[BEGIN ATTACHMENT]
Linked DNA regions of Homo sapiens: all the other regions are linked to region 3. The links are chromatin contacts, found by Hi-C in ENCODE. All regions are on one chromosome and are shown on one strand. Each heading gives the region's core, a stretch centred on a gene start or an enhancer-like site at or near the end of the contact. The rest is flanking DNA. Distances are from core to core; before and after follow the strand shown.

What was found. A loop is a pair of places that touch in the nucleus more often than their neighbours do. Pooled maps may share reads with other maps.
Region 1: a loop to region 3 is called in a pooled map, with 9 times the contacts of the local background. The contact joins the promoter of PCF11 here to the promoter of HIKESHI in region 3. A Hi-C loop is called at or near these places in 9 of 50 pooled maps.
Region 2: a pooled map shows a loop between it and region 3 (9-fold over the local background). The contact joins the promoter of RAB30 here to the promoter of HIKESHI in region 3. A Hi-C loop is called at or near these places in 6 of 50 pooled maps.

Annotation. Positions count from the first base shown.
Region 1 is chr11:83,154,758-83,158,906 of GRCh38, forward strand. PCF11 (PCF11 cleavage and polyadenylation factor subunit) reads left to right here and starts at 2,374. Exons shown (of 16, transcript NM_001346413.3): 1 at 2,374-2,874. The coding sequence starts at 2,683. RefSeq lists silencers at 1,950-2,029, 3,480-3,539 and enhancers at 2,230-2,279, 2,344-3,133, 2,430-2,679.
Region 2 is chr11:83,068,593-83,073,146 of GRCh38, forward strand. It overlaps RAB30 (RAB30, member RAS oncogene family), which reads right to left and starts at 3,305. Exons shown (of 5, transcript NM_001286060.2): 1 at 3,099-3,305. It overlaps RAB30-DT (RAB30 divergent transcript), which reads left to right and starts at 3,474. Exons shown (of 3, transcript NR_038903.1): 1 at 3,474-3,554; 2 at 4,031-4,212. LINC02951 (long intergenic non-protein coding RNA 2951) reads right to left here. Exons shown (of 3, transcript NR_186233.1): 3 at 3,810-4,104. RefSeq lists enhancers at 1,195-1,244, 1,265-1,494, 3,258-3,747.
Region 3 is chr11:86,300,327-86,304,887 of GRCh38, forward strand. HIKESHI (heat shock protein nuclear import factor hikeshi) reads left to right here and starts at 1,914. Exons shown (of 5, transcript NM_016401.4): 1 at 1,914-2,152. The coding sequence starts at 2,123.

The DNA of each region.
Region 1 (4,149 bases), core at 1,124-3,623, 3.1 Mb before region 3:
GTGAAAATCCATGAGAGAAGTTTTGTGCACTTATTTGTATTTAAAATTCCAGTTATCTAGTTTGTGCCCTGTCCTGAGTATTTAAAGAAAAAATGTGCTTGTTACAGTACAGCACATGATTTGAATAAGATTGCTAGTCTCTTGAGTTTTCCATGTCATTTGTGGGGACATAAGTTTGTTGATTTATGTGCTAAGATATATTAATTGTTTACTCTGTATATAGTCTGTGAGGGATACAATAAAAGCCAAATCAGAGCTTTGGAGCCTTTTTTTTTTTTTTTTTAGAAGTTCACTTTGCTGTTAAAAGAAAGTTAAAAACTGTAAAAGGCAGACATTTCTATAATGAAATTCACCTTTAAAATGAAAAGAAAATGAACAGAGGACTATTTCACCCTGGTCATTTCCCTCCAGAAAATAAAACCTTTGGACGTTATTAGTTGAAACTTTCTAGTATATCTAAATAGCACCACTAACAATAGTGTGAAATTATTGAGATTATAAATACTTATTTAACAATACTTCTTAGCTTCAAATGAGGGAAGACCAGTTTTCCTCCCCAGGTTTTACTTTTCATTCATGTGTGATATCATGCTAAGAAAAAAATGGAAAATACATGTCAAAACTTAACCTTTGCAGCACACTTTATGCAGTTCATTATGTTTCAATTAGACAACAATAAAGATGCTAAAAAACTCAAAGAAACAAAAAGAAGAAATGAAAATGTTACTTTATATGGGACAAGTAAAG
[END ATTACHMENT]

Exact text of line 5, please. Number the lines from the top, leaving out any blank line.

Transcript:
Annotation. Positions count from the first base shown.